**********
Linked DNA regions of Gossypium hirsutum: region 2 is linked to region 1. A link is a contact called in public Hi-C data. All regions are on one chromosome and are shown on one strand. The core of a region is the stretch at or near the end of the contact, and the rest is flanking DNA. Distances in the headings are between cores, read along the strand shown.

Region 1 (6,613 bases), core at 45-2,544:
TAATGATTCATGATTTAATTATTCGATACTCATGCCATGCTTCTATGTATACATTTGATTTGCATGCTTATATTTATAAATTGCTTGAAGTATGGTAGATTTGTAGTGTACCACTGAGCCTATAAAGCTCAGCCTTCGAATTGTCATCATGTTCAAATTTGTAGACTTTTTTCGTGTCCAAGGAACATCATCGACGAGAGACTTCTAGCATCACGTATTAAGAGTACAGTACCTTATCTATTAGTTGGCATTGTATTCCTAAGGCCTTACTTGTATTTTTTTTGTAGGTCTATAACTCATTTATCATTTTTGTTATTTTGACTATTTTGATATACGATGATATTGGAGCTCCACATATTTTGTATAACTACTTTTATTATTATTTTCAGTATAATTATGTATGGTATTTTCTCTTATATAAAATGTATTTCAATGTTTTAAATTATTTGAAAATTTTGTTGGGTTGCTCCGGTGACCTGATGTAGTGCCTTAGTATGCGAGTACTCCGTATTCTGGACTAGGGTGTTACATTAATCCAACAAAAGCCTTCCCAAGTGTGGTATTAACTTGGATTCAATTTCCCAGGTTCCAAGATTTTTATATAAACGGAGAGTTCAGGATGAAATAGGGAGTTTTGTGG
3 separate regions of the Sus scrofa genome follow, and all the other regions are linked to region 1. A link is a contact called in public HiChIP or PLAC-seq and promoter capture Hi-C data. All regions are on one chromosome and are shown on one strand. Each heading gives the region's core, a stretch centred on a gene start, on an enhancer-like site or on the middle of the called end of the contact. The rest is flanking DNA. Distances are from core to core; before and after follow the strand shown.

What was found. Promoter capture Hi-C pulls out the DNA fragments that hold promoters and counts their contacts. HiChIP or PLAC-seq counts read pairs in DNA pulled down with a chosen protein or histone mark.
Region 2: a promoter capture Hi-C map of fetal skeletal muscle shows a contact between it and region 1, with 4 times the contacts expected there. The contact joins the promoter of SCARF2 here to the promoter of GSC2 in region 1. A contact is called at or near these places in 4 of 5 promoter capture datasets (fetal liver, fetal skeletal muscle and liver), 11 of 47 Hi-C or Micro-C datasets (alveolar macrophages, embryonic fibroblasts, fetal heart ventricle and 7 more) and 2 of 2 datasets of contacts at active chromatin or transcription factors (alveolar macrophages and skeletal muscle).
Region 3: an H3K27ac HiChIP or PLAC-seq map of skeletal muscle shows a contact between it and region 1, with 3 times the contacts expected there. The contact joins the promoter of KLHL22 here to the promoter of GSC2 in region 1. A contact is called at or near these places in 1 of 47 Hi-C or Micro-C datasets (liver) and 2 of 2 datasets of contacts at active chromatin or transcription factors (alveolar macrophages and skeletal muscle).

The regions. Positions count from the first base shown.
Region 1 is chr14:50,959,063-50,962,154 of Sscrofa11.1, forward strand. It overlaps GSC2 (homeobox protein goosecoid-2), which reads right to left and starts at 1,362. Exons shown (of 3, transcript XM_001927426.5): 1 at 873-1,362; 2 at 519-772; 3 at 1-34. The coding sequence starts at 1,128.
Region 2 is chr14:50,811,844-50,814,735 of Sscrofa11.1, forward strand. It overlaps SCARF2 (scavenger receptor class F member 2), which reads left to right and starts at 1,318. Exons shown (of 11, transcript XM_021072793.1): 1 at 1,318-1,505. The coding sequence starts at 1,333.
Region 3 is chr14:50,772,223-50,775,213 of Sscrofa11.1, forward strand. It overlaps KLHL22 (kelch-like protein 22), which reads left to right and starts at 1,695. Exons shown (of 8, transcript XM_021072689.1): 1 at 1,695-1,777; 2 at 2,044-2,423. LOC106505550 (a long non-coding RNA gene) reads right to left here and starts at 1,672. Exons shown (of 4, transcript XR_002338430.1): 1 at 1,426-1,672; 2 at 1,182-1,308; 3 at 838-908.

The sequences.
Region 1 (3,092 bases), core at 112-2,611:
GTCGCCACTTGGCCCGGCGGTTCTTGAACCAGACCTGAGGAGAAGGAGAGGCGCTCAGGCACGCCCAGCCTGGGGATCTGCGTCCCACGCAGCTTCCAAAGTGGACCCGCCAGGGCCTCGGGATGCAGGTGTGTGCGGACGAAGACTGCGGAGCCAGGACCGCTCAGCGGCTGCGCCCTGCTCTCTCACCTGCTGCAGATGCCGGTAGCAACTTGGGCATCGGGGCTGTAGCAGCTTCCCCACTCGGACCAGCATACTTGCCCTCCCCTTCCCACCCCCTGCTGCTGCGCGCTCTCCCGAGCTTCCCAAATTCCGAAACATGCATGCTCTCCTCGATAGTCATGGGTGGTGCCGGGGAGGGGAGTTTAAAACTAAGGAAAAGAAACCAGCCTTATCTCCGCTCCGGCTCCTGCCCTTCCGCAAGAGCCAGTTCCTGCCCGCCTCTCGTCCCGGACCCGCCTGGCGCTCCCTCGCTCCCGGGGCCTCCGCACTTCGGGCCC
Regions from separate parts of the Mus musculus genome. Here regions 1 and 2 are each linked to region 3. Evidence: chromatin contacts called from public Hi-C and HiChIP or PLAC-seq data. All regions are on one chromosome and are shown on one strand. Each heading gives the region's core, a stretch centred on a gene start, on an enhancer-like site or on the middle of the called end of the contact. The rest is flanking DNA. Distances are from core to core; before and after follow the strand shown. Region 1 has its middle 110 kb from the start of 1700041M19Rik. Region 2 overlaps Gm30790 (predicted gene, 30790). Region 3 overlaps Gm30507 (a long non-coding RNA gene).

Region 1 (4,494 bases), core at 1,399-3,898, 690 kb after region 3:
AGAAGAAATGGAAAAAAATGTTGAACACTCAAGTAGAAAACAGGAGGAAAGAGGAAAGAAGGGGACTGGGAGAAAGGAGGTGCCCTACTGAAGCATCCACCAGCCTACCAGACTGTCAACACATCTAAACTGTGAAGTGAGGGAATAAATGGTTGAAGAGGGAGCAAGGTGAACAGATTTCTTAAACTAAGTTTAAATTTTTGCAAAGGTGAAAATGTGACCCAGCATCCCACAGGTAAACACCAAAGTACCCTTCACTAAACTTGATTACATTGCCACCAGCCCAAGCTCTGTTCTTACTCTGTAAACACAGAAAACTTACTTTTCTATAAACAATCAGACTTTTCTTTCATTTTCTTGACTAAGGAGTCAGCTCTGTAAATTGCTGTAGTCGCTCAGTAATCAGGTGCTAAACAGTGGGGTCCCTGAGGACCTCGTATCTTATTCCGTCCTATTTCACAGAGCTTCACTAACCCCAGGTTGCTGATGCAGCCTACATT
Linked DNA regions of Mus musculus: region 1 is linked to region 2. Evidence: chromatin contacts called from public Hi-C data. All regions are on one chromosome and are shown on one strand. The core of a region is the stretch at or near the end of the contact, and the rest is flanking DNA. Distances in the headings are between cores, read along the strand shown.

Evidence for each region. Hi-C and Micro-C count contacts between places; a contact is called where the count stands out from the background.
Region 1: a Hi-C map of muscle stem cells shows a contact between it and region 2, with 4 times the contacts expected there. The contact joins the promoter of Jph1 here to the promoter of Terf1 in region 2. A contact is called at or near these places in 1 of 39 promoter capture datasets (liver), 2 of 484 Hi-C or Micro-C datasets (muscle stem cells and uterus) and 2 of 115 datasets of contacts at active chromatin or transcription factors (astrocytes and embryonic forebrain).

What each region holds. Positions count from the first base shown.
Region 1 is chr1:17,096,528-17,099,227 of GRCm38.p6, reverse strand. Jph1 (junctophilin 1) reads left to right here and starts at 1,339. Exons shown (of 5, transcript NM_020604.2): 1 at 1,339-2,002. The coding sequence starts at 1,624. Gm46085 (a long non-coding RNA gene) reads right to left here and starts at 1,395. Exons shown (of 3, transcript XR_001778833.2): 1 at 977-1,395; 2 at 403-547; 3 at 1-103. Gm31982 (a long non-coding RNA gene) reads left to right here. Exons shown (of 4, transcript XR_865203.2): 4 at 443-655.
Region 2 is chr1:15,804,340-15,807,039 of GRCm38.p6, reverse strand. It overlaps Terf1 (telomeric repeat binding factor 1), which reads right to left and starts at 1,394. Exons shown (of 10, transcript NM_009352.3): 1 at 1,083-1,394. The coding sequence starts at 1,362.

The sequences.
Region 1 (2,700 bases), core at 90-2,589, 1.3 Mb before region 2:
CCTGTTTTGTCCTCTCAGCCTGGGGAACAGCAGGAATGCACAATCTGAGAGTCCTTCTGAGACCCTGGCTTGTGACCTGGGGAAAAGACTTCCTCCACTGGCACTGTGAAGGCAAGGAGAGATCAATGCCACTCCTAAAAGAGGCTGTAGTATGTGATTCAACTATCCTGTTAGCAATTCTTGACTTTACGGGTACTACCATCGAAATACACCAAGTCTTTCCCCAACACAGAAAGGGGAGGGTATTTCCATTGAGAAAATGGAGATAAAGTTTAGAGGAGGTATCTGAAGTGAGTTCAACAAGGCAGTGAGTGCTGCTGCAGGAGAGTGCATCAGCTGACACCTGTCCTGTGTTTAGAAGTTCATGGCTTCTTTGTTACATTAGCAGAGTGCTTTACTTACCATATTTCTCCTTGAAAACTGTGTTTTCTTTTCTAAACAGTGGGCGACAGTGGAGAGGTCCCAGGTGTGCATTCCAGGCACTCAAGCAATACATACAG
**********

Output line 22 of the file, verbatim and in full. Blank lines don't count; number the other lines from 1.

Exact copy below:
Region 1 is chr1:17,096,528-17,099,227 of GRCm38.p6, reverse strand. Jph1 (junctophilin 1) reads left to right here and starts at 1,339. Exons shown (of 5, transcript NM_020604.2): 1 at 1,339-2,002. The coding sequence starts at 1,624. Gm46085 (a long non-coding RNA gene) reads right to left here and starts at 1,395. Exons shown (of 3, transcript XR_001778833.2): 1 at 977-1,395; 2 at 403-547; 3 at 1-103. Gm31982 (a long non-coding RNA gene) reads left to right here. Exons shown (of 4, transcript XR_865203.2): 4 at 443-655.